2 * 3 * (2*2) * 5 * (2*3) * 7 * (2*2*2) * (3*3) * (2*5) * 11 * (2*6) * 13 * (2*7) * (3*5) * (2*2*2*2) * 17 * (2*3*3) * 19 * (2*2*5) * (3*7) * (2*11) * 23 * (2*2*2*3) * (5*5)

or 2^21 * 3^7 * 5^6 *7^3 * 11^2 * 13 * 17 * 19 * 23

So 21 of its factors is 2.

So for every odd factor there are 21 ways of making it even.
So P= 1/21

More simply and generally,
For any n!, the probability of of a random factor being odd is 1/#of 2s in its factorization.

I might be wrong, but no longer guessing.

EDIT
Am wrong. Dang. Fails for 3!

Neglected to include all the possible multiples of 2.

So for 25! P=1/(21*2) =1/42

For any n!,
Let t=the number of 2s in its factorization.

The probability of of a random factor of n being odd is 1/(t*2)

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That is a sound strategy. I see one problem with the prime factorization and a different off by one error in computing the probability.

Hmm... let me re-calc
n , twos
 2, 1
 3,
 (2*2), 3
 5,
 (2*3), 4
 7,
 (2*2*2), 7
 (3*3) ,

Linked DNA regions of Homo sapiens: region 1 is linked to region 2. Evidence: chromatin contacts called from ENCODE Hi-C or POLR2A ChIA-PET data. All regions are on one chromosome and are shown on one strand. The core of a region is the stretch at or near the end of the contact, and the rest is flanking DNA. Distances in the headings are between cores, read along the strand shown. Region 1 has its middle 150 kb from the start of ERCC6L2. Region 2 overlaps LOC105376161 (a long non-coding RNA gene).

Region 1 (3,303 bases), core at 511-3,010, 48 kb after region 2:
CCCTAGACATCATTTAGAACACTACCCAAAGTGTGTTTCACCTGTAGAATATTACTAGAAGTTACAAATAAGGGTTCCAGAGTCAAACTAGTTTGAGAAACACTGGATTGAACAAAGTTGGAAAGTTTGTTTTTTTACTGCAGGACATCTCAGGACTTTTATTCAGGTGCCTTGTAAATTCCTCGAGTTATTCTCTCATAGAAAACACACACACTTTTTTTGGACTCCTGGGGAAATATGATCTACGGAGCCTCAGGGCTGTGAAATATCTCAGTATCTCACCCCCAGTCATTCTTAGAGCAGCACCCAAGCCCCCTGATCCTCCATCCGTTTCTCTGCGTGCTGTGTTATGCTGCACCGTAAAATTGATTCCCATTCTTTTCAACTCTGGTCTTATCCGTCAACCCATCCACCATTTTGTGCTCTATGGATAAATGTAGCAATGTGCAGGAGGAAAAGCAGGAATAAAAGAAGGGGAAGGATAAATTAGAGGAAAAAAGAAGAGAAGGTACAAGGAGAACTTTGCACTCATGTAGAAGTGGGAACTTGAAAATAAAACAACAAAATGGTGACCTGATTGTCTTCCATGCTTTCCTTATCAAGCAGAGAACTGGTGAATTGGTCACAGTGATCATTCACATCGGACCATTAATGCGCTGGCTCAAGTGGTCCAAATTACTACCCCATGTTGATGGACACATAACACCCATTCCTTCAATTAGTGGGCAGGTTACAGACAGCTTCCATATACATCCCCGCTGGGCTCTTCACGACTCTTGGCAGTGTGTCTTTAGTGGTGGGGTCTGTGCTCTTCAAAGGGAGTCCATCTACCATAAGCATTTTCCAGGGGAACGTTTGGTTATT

(2*5), 8
 11,
 (2*6), 9
 13,
 (2*7), 10
 (3*5) ,
 (2*2*2*2), 14
 17,
 (2*3*3), 15
 19,
 (2*2*5), 17
 (3*7),
 (2*11), 18
 23,
 (2*2*2*3), 21
 (5*5)

still get 21
and still get P=1/(21+21) = 1/42
?
Is it my equation P=1/(t*2) where t=# of 2s in factorization? Or am I just miscounting somewhere? Or both?
Let's see. I guess 1 is an odd factor too, but it's covered by the t powers of 2.

 (2*6) * 9
Six is not a prime number.

I am not at all sure what that nine is doing there.

Right. Thanks! Should be 2*2*3, raising the number of 2s to 22 (9 was the 2 count at that step, and should be 10) making P=1/(22*2) = 1/44. Really appreciate your help.

Went to bed. Thought about it. Got back up. For every odd factor (including 1) there are t even factors. So the odds (not probability) of picking an odd one at random are 1 to t. So the probability is 1/(t+1). So for 25! it's 1/(22+1) or 1/23. Now going back to bed, and hopefully not having to get back up again. Tonight.

• Mathysics29 and jbriggs444
The number of factors can be simply described as the product:
(q1+1)(q2+1) ... (qn+1). q1, q2 ... qn are the number of times a prime appears in the factorization.
To find the required probability is to calculate the product of 25! and the product of 25! divided by 2^q.

The number of factors can be simply described as the product:
(q1+1)(q2+1) ... (qn+1). q1, q2 ... qn are the number of times a prime appears in the factorization.
To find the required probability is to calculate the product of 25! and the product of 25! divided by 2^q.
You may wish to read the whole thread and refine that answer a bit. What you have written seems to claim that the probability is ##\frac{25!\ 25!}{2^{22}}##. In addition to being incorrect, that number is larger than one while probabilities are always less than or equal to one.